Probably the best way to play and learn about the effect of specific gates on a state is with Quirk.
Here is the first situation you are describing (the $H$s and $CZ$):
You can hover over the amplitude graph to see the amplitude value for $|11\rangle$: $-0.5$ as you correctly have.
Add the second layer of $H$s to see its effect (here):
Not change! Your math is correct (and the intuition is not, as almost always when dealing with quantum computing :) )
The reason to add that layer in Grover is because the initialization, oracle, and diffuser are different stages that are meant to be generic. They situation you are described happens specifically with this oracle, but you could change the oracle and Grover will continue working.
The compilation process takes care of these redundancies and cancel them out. Here is your example on Qiskit:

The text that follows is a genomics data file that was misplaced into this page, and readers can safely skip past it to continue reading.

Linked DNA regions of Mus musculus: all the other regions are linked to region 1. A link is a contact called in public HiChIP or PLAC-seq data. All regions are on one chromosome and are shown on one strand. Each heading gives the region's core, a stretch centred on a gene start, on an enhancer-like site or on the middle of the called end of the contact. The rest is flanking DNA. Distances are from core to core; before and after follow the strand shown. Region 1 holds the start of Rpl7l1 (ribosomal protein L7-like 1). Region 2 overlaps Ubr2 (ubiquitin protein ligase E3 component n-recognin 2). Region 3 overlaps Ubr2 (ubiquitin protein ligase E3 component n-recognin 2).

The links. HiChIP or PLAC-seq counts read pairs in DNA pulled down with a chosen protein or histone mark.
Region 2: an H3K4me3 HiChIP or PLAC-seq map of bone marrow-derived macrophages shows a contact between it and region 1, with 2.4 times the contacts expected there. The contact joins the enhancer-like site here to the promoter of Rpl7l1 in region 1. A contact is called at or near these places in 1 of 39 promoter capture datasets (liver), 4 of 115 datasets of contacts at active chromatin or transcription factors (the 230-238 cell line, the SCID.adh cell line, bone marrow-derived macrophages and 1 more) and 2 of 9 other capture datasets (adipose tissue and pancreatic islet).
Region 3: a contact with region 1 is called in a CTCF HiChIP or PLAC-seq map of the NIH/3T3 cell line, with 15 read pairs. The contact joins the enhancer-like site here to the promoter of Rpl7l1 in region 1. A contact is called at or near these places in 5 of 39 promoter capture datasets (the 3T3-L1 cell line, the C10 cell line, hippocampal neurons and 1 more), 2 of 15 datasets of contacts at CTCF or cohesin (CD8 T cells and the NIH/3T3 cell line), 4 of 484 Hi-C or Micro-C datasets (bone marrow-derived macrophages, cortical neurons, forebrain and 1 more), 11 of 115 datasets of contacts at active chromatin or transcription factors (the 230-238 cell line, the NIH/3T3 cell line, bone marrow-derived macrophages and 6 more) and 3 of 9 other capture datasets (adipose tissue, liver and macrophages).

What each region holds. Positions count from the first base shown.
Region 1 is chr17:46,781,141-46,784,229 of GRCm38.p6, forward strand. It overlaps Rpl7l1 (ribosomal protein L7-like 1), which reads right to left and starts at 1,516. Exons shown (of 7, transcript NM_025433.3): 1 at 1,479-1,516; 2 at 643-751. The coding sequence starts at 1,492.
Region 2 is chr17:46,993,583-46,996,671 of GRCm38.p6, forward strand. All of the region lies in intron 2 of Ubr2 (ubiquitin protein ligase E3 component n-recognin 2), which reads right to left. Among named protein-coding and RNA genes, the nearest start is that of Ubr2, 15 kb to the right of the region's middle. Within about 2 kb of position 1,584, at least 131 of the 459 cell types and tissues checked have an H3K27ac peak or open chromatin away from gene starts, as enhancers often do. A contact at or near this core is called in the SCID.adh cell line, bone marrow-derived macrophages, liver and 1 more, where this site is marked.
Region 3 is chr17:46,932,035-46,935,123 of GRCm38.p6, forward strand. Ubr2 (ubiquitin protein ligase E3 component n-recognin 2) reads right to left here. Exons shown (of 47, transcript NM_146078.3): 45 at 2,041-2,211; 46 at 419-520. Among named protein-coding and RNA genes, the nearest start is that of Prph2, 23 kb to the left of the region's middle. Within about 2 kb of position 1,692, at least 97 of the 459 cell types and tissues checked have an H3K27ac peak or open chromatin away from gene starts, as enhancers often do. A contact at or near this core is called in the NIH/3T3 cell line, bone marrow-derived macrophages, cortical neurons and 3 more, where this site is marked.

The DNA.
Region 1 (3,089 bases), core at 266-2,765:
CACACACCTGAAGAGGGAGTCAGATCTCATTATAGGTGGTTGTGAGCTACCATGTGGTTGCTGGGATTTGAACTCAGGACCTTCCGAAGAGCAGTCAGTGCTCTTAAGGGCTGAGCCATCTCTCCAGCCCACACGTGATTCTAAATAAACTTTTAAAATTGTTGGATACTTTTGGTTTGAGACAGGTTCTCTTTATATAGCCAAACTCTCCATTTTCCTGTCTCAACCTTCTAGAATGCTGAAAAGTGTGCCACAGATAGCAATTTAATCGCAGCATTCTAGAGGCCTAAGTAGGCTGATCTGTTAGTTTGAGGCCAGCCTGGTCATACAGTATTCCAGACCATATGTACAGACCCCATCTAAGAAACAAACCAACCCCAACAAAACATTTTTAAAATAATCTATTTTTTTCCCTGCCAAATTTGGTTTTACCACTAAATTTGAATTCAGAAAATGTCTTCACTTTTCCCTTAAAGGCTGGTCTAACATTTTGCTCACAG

from qiskit import *
circuit = QuantumCircuit(2)
┌───┐ ┌───┐┌───┐ ┌───┐
q_0: ┤ H ├─■─┤ H ├┤ Z ├─■─┤ H ├
├───┤ │ ├───┤├───┤ │ ├───┤
q_1: ┤ H ├─■─┤ H ├┤ Z ├─■─┤ H ├
└───┘ └───┘└───┘ └───┘
Before running, the circuit is optimized in a process that Qiskit calls "transpilation":
optimized_circuit = transpile(circuit, basis_gates=['cx', 'u3'], optimization_level=3)
┌─────────────┐ ┌─────────────┐ ┌─────────────┐
q_0: ┤ U3(π/2,0,π) ├──■──┤ U3(π/2,π,π) ├───■──┤ U3(π/2,0,π) ├
q_1: ───────────────┤ X ├┤ U3(π/2,0,2π) ├┤ X ├───────────────
This final circuit is equivalent to yours and it is closer to the circuit that will run. However, presenting you this circuit as part of the Grover explanation is not very pedagogic, as it is important to first understand each stage.